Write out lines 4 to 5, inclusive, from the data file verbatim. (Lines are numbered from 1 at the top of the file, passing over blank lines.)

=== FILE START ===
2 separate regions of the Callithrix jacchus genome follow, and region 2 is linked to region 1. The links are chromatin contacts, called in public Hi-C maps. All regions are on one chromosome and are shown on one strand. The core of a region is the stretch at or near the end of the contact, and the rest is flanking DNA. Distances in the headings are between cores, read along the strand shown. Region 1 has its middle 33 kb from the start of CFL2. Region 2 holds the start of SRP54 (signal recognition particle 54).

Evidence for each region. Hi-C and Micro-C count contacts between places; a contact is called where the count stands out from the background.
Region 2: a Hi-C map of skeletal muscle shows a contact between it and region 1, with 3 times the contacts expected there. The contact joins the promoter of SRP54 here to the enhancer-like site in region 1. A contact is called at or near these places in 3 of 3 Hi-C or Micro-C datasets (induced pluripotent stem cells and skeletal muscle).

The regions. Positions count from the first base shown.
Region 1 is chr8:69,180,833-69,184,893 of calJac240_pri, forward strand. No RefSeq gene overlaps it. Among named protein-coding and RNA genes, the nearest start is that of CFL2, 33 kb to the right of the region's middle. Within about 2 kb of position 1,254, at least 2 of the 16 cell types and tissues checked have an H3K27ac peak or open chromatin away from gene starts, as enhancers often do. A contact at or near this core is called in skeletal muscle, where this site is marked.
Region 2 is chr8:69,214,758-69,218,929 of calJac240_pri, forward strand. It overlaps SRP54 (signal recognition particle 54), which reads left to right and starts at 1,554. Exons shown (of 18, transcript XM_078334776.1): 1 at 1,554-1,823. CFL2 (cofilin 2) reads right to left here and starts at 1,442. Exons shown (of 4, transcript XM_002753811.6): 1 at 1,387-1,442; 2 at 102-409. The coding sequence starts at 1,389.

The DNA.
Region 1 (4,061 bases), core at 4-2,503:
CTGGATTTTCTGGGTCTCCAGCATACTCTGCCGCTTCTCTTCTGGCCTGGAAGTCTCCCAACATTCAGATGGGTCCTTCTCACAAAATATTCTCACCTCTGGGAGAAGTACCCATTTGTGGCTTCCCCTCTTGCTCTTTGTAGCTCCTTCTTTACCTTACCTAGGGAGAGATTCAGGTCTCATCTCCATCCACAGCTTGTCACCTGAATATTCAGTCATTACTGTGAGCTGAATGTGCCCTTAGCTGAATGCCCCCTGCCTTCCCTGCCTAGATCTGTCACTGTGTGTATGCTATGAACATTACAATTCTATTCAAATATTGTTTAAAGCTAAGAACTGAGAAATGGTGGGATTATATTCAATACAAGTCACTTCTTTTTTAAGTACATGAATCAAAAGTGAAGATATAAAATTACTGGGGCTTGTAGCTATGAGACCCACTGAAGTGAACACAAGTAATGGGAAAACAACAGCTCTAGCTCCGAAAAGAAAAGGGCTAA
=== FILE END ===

The regions. Positions count from the first base shown.
Region 1 is chr8:69,180,833-69,184,893 of calJac240_pri, forward strand. No RefSeq gene overlaps it. Among named protein-coding and RNA genes, the nearest start is that of CFL2, 33 kb to the right of the region's middle. Within about 2 kb of position 1,254, at least 2 of the 16 cell types and tissues checked have an H3K27ac peak or open chromatin away from gene starts, as enhancers often do. A contact at or near this core is called in skeletal muscle, where this site is marked.